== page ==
Digging Into Things
As a child, Christopher Parisano thought of Willets Point, Queens – that warren of rutted streets packed with auto-repair and -salvage shops near where the Mets play ball – as the place where his father and grandfather worked magic on cars, back when cars were the center of a boy’s vision of industrial modernity.
However, he says, “when I grew large enough to peer inside a car’s engine compartment, my father sharply announced that I would find no future there, as he once did.”
And yet, in a roundabout way, he did find his way to the future there. As an undergraduate anthropology major, Parisano (Macaulay Honors College at Queens College, B.A. in political science and anthropology) returned to Willets Point to analyze how the influx of immigrants, the tenacity of the mechanics and the city’s desire to redevelop the ostensibly dilapidated area into the “economic engine” of Queens were transforming the borough.
His work won the 2008 Society for Urban, National, and Transnational Anthropology Student Paper Prize, but, more importantly, he says it sharpened his interest in “the production of urban space, property and memory.”
And that pointed him toward the proposal that won a 2013 National Science Foundation Graduate Research Fellowship – a close look at how marginalized city dwellers and the government are squaring off over archeological ruins in Lima, Peru. The three-year, $126,000 grant is the most prestigious award for graduate research in the science, technology, engineering and mathematics (STEM) fields.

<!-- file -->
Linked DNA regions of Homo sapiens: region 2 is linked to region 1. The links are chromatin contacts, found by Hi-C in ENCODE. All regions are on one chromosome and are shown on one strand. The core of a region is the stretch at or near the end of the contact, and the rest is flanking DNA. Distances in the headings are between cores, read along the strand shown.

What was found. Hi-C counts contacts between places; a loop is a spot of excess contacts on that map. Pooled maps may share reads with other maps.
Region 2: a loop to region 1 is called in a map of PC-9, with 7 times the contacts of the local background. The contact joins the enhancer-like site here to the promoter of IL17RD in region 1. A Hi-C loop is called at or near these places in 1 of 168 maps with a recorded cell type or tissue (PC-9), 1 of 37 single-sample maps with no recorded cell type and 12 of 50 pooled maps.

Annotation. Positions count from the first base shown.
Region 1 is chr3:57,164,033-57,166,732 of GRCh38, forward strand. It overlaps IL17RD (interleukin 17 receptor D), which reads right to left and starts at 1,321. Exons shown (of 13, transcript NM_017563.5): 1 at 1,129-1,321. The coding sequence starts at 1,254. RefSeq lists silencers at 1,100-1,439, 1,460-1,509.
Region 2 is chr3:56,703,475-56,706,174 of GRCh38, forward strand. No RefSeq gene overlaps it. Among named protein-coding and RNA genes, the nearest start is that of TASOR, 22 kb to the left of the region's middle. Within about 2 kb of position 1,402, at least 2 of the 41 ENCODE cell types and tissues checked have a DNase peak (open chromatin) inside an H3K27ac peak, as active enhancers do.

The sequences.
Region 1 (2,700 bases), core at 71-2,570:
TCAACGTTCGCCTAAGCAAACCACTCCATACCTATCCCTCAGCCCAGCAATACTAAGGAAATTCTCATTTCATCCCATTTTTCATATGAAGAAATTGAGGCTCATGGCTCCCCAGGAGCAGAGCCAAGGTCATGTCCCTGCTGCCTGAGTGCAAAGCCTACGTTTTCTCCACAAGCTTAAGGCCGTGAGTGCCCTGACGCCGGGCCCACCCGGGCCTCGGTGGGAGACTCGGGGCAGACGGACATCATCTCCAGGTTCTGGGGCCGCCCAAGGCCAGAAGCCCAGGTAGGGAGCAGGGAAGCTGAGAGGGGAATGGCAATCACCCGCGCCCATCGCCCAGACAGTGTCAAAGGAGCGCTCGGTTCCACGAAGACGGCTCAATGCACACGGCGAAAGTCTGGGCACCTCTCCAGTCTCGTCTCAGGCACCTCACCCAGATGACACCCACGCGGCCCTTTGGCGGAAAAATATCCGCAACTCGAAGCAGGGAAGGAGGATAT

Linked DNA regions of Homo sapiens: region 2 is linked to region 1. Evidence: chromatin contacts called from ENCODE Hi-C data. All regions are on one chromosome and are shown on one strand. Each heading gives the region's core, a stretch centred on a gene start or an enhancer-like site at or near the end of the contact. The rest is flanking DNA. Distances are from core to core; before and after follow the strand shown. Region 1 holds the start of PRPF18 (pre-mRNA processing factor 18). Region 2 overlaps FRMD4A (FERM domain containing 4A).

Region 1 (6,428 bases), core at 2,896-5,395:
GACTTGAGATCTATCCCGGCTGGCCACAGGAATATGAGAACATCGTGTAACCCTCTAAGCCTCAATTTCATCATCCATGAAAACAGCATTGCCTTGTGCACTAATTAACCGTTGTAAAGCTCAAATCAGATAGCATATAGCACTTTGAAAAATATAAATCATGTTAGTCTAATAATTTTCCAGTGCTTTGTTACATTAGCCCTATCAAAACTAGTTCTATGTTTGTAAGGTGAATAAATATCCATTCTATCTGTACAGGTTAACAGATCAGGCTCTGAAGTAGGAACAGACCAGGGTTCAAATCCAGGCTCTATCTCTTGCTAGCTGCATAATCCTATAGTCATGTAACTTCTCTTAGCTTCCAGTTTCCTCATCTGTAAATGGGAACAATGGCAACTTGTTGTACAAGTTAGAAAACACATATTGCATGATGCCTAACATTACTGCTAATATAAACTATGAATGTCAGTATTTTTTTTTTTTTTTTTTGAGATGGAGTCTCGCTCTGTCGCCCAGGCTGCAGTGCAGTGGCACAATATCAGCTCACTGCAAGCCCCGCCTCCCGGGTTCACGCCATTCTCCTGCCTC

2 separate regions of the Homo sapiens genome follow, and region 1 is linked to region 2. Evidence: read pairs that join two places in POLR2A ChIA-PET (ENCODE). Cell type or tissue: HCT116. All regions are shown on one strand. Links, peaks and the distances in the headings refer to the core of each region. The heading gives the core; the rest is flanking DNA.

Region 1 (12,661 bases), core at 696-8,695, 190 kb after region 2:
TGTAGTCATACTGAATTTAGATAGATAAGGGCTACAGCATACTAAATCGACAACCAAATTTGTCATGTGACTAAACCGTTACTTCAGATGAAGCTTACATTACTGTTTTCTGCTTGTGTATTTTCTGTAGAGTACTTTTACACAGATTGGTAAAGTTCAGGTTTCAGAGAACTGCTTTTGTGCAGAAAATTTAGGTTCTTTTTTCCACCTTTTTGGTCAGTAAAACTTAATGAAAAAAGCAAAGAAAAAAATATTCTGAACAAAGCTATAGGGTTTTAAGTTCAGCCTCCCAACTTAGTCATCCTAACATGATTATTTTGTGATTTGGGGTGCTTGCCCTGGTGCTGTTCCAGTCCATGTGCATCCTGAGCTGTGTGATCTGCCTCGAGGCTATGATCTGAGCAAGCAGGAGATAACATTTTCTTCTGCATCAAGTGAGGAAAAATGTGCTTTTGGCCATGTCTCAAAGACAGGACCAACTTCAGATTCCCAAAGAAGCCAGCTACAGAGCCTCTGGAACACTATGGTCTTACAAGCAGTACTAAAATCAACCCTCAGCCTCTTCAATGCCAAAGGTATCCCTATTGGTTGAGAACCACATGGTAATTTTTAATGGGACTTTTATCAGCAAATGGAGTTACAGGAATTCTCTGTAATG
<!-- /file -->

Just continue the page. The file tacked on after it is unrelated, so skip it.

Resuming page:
A doctoral student at the CUNY Graduate Center, Parisano is looking at the conflict over a plan to empty out and preserve Lima’s pre-Hispanic archeological sites as a tourist-oriented “heritage circuit.” These are ruined edifices, many built before they were incorporated into the Inca, and later Spanish empires. Over the past 30 years, people from Peru’s highland have migrated to the fringes of the city and constructed shantytowns where many ruins lie.
“The city’s newest residents occupy or build upon structures that are thousands of years old,” Parisano says. “They come up against a rigid definition of the sanctioned uses of archeological sites that is connected to a rigid definition of the nation-state.”
Parisano first went to rural Peru as an undergraduate in 2007, taking an anthropological field-methods course that stressed “participatory action research, a collaborative and pedagogically oriented method of social investigation.”
He arrived at another time of friction, when the central government sought to supplant traditional plant-based healers with modern medical and educational institutions.
After graduation, he returned to Lima, teaching English and learning what is now fluent Spanish. Peru’s Ministry of Culture then hired him as the first anthropologist in its Office of Civic Participation.
From 2009 to 2011, he spoke to groups about cultural heritage preservation, while designing creative writing workshops that encouraged young adults “to reflect upon their personal histories in relation to official narratives, which were formed around internal armed conflict, reconciliation and shared national heritage.”
And, in work that led to his current research, he prepared technical reports on national heritage sites, documenting the activities of groups living amid the ruins.
Parisano is particularly interested in what happens to waste material, for some heritage sites merge with landfills. Since many shantytowns lack sanitary services, contemporary garbage gets mixed with cultural artifacts. The other part of the story is how the bureaucracy deals with the issue.